Who does it? Justification is a work of God, first and last. ``[I am] confident of this, that he who began a good work in you will carry it on to completion until the day of Christ Jesus.'' - Philippians 1:6. It is made possible by Jesus' sacrifice. ``Through the obedience of the one man [Jesus] the many will be made righteous.'' - Romans 5:19. That's complicated. We do it, but we're only able to because God does it in us. Paul highlights this paradox: ``Continue to work out your salvation with fear and trembling, for it is God who works in you.'' - Philippians 2:12-13. We certainly have some responsibility for our own sanctification.
How complete is it? Justification is a bit like pregnancy: it's a yes-or-no thing. Someone who's not justified can become justified, but once you're justified, you can't get more justified. The question is simply, ``Is you or ain't you?'' Every Christian is somewhere in the particular process of sanctification that God has for him or her. For each of us, there is always something to be rightly proud of (Galatians 6:4), and always room for improvement - hence the excellent traditional prayer, ``To see thee more clearly, love thee more dearly and follow thee more nearly, day by day''.

Why is the justification/sanctification distinction so important? Because we need to be clear in our minds that whatever our current state of sanctification - and whether we're moving forwards or backwards - this is completely separate from our state of justification, which is and always will be completely secure. God has made us members of his family, and there is no way we can be removed from that relationship.

2.3. ``... through faith''

Note the phrase ``through faith'' in verse 1[1] To see this idea spelled out more explicitly, see Ephesians 2:8 - ``It is by grace you have been saved, through faith''. Salvation is not by faith in the sense that faith provides the power of salvation: rather it is the channel by which the saving power - grace - reaches us.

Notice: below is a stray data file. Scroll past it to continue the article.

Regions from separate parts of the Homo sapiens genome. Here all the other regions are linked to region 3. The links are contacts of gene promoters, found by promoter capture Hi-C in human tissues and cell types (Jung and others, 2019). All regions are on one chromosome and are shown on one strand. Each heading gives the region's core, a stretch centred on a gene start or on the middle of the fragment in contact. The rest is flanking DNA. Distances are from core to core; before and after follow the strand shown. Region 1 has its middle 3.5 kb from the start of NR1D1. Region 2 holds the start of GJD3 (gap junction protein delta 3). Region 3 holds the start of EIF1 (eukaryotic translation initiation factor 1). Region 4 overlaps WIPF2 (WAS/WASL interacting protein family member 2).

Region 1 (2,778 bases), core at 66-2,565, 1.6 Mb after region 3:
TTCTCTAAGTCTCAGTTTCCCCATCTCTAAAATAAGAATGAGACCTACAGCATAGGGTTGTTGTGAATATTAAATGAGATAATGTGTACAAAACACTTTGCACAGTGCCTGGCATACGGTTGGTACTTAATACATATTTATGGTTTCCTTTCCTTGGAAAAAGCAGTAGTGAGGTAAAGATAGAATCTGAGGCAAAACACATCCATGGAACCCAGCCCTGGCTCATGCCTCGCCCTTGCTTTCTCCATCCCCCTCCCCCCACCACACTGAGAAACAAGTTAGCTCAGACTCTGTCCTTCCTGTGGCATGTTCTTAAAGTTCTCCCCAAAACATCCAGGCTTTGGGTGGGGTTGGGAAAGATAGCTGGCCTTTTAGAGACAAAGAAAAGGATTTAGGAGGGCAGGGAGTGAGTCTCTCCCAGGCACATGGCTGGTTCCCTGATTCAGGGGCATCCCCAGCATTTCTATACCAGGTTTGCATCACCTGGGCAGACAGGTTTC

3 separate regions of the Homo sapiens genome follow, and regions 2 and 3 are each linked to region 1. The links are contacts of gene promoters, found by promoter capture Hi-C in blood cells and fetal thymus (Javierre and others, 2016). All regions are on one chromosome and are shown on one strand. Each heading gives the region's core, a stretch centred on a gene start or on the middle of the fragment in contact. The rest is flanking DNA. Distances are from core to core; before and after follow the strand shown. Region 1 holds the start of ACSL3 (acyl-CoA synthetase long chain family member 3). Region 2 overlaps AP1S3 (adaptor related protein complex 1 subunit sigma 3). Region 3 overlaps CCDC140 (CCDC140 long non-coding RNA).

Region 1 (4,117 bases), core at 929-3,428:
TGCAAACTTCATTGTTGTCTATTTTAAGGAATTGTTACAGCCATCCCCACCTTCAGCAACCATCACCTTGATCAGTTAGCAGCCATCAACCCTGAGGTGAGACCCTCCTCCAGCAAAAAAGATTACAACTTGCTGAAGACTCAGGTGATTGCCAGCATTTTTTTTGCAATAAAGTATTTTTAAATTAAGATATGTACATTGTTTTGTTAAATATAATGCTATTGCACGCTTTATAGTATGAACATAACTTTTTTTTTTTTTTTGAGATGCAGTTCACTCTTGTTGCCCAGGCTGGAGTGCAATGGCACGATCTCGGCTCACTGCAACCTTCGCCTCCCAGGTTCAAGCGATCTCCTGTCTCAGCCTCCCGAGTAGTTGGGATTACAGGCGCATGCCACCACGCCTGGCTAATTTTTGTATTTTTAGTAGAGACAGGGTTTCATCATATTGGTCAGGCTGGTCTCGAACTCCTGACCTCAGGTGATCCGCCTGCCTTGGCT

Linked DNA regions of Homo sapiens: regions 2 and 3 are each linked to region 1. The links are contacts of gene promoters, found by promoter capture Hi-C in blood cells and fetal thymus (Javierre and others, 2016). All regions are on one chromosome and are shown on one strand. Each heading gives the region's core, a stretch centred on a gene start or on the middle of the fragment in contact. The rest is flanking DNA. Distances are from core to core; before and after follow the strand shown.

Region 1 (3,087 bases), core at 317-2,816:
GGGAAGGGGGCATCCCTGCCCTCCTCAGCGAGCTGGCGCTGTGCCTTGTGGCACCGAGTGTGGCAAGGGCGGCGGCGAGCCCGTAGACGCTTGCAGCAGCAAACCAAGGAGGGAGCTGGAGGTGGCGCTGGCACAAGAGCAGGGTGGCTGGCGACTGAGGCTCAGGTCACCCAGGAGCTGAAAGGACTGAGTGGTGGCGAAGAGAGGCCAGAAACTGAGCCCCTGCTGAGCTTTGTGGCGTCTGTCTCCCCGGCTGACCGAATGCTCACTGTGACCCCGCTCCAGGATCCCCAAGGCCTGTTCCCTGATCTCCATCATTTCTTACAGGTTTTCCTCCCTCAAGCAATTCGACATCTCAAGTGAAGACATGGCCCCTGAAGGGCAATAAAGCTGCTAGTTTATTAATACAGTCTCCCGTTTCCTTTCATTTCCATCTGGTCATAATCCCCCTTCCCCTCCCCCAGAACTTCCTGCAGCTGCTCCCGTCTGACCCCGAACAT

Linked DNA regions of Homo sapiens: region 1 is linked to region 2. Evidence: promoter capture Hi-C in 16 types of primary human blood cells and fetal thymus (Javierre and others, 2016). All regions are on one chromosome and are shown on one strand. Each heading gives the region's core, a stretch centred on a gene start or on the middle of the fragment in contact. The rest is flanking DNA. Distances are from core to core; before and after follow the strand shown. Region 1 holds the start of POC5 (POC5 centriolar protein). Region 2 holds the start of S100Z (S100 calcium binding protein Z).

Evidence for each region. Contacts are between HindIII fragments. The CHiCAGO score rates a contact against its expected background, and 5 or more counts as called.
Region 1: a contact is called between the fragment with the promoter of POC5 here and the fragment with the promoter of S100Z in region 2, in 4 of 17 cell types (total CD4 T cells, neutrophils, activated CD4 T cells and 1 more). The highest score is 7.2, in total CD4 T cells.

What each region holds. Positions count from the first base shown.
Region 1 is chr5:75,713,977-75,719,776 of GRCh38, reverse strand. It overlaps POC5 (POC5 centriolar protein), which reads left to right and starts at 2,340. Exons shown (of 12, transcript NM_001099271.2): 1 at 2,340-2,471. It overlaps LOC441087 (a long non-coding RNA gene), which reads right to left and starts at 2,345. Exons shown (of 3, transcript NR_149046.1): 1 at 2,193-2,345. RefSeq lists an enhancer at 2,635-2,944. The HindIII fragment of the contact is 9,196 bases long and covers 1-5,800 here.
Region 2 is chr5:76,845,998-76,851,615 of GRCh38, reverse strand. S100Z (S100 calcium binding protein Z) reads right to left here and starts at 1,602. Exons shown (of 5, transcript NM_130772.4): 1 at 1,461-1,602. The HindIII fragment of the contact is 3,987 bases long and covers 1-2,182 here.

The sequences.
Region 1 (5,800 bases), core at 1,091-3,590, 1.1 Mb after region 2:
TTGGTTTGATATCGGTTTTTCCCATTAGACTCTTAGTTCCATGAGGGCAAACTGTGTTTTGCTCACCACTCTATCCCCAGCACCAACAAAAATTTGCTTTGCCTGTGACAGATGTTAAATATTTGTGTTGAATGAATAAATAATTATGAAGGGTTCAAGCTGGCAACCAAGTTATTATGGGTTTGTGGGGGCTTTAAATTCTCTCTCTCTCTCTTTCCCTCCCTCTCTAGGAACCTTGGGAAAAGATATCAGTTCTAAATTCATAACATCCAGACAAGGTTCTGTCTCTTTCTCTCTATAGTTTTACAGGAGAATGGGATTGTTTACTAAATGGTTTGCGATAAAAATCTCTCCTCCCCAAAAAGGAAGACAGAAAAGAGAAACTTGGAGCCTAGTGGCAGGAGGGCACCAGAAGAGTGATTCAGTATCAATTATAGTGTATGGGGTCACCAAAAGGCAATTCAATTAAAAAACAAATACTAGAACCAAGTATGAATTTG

Although the phrase ``by faith'' is often used in the New Testament, it's always in the context of how grace comes to us. For example:

You will say then, ``Branches were broken off so that I could be grafted in.'' Granted. But they were broken off because of unbelief, and you stand by faith.
- Romans 11:19-20

This passage is describing how the connection is formed between us and the father - that is, how grace is made available to us: by faith. In other words, as in Ephesians 2:8, salvation comes by grace, through faith.

Similarly, the next verse goes on to say ``[We have peace with God through our Lord Jesus Christ] through whom we have gained access by faith into this grace in which we now stand.'' Although the phrase ``by faith'' is used, this is emphatically not saying that salvation is ``by faith'' - rather, than faith is the means by which we obtain the grace that brings salvation. It is ``grace in which we stand'', not ``faith in which we stand''.

Why is this important? Because if our thinking on this point is imprecise, we will misunderstand the importance of faith. Biblical faith is not ``faith in faith'', or ``faith for its own sake'' - it's completely different from optimism or positive thinking or hopefulness. It's faith in God: in his power, in his love and in his ability to save. It's an honest and accurate recognition of who he is and what he's like.

2.4. ``Therefore ... we have peace with God''

Here we have an utterly blunt statement of how things are. It's not ``we can have peace with God'', nor ``we will have peace with God''. It's not conditional, nor in the future. It's very simple: ``we have peace with God'', right now. Get used to it :-)

What is our peace with God dependent on? The previous verses have told us: ``since we have been justified by faith'', therefore we have peace with God. This is so important. Our peace with God is not dependent on our circumstances, nor on our personal holiness (``sanctification'', in theological terms). It is dependent only on the fact that we have been justified by faith. This was one of Luther's key insights: that whatever he happened to feel, the fact of the matter was that he was at peace with God, and God with him.